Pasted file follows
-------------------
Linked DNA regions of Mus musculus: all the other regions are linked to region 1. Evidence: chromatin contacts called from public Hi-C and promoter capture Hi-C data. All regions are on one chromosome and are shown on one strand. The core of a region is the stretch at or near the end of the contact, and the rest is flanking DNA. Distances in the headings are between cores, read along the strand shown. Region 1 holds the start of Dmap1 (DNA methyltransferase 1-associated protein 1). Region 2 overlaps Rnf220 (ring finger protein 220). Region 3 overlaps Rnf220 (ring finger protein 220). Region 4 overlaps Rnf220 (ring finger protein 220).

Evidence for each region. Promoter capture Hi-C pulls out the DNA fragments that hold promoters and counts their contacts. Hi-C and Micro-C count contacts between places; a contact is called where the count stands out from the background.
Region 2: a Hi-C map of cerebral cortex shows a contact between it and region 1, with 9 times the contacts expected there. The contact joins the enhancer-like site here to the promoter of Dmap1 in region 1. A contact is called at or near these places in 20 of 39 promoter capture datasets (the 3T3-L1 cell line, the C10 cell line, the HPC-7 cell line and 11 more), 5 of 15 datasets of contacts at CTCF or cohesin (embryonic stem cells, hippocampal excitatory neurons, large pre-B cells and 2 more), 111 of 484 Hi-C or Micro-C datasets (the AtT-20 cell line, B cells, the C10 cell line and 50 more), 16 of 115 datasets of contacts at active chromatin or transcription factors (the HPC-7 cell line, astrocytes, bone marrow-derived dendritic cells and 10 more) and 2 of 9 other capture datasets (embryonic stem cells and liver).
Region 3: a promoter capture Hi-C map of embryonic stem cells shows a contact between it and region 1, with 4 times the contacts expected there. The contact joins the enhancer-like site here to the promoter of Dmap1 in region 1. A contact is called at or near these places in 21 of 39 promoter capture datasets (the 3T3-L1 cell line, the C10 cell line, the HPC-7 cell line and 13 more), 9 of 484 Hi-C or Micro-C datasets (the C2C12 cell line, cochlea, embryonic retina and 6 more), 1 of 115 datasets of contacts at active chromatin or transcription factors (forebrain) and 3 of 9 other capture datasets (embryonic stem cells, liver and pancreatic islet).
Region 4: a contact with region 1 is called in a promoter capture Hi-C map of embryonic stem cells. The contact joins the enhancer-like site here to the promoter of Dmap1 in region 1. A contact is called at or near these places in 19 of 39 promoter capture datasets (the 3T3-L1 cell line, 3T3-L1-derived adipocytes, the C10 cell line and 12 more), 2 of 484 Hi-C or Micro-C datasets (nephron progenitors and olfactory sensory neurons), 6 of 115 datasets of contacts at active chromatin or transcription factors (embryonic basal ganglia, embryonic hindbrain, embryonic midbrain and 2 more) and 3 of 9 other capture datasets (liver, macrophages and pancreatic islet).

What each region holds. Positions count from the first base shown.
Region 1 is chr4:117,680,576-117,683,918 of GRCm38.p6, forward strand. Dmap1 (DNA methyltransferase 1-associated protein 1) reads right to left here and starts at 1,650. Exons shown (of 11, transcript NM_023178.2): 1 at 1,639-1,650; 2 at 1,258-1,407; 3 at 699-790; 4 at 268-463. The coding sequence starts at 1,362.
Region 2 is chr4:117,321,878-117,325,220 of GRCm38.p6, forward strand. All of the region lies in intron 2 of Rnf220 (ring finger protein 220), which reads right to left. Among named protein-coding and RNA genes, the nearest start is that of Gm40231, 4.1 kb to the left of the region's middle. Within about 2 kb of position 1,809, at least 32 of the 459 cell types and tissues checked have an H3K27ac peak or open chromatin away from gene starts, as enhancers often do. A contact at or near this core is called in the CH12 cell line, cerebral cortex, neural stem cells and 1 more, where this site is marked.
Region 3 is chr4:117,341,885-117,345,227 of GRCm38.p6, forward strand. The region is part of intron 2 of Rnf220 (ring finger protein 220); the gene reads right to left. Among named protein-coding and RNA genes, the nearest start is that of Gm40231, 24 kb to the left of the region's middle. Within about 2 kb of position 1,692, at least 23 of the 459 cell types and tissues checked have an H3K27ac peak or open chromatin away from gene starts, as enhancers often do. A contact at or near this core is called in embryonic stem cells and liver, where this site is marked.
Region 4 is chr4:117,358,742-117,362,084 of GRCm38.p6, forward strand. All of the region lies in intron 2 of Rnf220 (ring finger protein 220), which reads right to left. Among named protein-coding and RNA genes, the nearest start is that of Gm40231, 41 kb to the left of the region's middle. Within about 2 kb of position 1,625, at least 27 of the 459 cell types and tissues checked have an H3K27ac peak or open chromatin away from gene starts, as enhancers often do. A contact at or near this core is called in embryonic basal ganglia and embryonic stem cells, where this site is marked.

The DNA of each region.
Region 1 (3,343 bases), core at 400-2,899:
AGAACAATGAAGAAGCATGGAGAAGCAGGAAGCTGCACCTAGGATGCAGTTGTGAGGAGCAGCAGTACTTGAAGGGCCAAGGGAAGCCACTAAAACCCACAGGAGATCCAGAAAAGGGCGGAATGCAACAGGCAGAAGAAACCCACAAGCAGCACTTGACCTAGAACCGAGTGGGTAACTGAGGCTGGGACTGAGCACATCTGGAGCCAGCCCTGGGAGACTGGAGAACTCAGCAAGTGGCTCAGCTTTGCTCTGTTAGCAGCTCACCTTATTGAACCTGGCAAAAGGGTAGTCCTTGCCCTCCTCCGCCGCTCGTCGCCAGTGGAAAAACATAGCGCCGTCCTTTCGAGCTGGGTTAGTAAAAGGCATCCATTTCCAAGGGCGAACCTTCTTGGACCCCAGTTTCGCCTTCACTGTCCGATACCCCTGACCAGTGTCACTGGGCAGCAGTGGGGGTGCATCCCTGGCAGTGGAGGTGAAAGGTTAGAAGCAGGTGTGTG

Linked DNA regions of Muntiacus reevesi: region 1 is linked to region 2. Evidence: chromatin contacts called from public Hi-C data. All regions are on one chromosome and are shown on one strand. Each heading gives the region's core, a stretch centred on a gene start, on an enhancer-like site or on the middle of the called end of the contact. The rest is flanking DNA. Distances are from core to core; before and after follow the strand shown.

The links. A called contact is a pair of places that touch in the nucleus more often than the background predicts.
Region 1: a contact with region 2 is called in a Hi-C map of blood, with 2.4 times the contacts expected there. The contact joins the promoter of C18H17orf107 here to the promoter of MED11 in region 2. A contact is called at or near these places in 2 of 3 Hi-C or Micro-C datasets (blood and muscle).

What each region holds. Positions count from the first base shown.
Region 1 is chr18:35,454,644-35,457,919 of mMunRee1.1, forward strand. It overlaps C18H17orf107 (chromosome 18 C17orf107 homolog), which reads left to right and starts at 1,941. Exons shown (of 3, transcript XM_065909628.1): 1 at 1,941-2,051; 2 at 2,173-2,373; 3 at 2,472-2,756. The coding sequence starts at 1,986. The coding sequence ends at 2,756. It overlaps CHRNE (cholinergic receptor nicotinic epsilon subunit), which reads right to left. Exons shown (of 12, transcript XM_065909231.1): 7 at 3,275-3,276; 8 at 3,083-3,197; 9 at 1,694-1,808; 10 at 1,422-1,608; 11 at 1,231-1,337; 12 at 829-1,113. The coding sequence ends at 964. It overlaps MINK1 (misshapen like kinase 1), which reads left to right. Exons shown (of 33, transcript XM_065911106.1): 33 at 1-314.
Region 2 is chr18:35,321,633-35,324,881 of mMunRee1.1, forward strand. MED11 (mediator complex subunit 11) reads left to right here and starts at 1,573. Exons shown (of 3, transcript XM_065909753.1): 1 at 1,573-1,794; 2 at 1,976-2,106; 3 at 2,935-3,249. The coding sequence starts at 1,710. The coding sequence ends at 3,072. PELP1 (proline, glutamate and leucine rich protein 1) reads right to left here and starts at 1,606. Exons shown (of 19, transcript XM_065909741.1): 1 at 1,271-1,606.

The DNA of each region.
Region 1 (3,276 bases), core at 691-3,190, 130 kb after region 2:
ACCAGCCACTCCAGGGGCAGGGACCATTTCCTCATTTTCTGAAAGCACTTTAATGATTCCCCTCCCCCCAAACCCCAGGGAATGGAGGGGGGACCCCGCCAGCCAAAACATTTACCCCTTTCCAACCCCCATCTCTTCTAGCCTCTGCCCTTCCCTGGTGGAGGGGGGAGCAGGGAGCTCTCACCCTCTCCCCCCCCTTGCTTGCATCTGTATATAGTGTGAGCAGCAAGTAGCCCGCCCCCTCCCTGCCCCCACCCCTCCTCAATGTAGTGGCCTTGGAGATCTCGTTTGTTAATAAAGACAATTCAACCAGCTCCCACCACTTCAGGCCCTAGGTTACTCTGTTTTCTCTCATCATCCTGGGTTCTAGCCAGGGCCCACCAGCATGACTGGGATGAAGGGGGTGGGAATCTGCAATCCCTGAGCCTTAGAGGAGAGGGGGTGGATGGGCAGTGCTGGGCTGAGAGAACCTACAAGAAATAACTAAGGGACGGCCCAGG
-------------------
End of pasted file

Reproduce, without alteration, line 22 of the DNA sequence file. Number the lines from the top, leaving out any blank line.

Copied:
ACCAGCCACTCCAGGGGCAGGGACCATTTCCTCATTTTCTGAAAGCACTTTAATGATTCCCCTCCCCCCAAACCCCAGGGAATGGAGGGGGGACCCCGCCAGCCAAAACATTTACCCCTTTCCAACCCCCATCTCTTCTAGCCTCTGCCCTTCCCTGGTGGAGGGGGGAGCAGGGAGCTCTCACCCTCTCCCCCCCCTTGCTTGCATCTGTATATAGTGTGAGCAGCAAGTAGCCCGCCCCCTCCCTGCCCCCACCCCTCCTCAATGTAGTGGCCTTGGAGATCTCGTTTGTTAATAAAGACAATTCAACCAGCTCCCACCACTTCAGGCCCTAGGTTACTCTGTTTTCTCTCATCATCCTGGGTTCTAGCCAGGGCCCACCAGCATGACTGGGATGAAGGGGGTGGGAATCTGCAATCCCTGAGCCTTAGAGGAGAGGGGGTGGATGGGCAGTGCTGGGCTGAGAGAACCTACAAGAAATAACTAAGGGACGGCCCAGG